Wednesday, 14 August 2019 08:39

Introduction to Procedural Fairness in Administrative Law

Written by

Procedural fairness is, or should be, a fundamental principle of administrative law, the law that regulates state (in Canada, provincial, territorial and federal) agencies. Procedural fairness requires, at a minimum, that a person be consulted before a final decision that will impact them is made.

The area of procedural fairness is expansive and complex. The aim of this article is to introduce one of its essential features: the right to be heard. Depending on the circumstances (and the stakes), this might mean a simple, written application or a formal hearing with the presentation of oral examination and the cross-examination of witnesses.

Aspects of the Right to be Heard

The Right to Notice. Adequate notice must a) provide parties with an explanation of the purpose of a hearing, and b) provide them with enough time to prepare.

The Requirement to Retain Evidence. An investigator must retain evidence that may be relevant at a hearing.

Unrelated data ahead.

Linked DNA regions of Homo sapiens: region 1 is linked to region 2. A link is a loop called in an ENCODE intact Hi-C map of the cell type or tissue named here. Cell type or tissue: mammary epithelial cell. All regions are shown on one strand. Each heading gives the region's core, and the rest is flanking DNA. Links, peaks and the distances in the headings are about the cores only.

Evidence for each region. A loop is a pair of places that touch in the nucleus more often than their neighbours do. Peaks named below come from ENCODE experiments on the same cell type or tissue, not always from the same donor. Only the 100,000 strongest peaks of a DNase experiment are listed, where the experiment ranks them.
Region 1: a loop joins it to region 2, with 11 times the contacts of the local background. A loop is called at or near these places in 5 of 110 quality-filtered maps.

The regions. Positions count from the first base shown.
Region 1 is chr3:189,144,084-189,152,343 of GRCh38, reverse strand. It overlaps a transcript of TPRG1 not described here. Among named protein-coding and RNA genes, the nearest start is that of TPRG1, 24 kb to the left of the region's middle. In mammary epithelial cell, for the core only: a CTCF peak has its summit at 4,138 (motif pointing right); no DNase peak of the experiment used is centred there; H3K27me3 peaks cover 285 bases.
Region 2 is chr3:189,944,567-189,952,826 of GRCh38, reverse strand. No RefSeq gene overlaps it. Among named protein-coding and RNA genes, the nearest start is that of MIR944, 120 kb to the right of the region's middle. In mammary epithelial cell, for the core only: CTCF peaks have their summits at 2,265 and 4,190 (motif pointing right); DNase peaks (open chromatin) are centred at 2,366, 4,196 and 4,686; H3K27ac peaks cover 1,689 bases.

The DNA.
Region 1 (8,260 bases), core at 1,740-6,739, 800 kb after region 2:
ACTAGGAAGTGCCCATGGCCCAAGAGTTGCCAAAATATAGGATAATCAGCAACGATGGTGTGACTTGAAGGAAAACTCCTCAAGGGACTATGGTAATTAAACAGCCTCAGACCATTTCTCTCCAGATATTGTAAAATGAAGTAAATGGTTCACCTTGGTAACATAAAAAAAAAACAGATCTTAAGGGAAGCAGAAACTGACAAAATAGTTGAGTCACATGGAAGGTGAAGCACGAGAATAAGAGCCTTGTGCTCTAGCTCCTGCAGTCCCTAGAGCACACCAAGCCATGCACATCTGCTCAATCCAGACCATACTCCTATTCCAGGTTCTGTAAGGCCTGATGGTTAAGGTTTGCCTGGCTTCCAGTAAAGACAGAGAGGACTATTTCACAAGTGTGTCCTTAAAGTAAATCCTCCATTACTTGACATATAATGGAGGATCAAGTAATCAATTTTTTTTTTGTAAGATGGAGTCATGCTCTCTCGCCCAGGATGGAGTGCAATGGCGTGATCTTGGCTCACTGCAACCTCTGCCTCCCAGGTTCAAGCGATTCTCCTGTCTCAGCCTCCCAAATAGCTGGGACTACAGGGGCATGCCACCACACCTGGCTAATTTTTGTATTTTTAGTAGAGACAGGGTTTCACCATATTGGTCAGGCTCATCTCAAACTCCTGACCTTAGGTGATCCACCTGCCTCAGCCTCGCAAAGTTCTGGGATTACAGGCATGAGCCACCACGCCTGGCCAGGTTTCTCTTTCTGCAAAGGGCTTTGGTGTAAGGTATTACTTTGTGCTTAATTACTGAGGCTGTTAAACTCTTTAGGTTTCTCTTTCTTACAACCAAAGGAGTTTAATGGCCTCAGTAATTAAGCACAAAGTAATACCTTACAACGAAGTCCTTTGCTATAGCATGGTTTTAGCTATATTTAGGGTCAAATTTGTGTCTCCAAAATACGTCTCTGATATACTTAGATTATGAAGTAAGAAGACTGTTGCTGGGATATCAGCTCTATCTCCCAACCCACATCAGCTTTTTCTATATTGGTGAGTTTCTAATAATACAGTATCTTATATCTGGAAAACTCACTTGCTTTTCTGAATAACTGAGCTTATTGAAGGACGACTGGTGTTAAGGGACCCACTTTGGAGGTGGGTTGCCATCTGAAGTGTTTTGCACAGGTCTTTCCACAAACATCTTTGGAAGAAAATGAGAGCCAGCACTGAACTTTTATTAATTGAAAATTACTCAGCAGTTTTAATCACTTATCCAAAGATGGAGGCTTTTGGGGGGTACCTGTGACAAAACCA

The Right to Be Present. No part of a hearing should take place without all parties being present, unless a party is intentionally disruptive or has voluntarily given up their right to attend.

The Right to Be Represented. Parties have the right to have their case put forward by a representative of their choosing.

The Right to Present Evidence. Parties must have an opportunity to prove the facts of their case by producing relevant information.

The Right to Cross-Examine. Put simply, parties must have an opportunity to correct or contradict information unfavourable to their case.

The Person Who Hears Must Decide. The person who hears a case is the only person who may decide the case. It is improper for the tribunal chair or other members to pressure an adjudicator to consider their opinion of a matter.

The Right to a Decision Based Solely on the Evidence. This follows from the right to cross-examine. The exception to this rule is known as administrative notice.

The Right to Reasons for the Decision. Where inadequate reasons are given, a judicial review of a decision may be necessary.

The second essential feature of procedural fairness is impartiality. This will be introduced in a future article.

Last modified on Sunday, 25 August 2019 14:27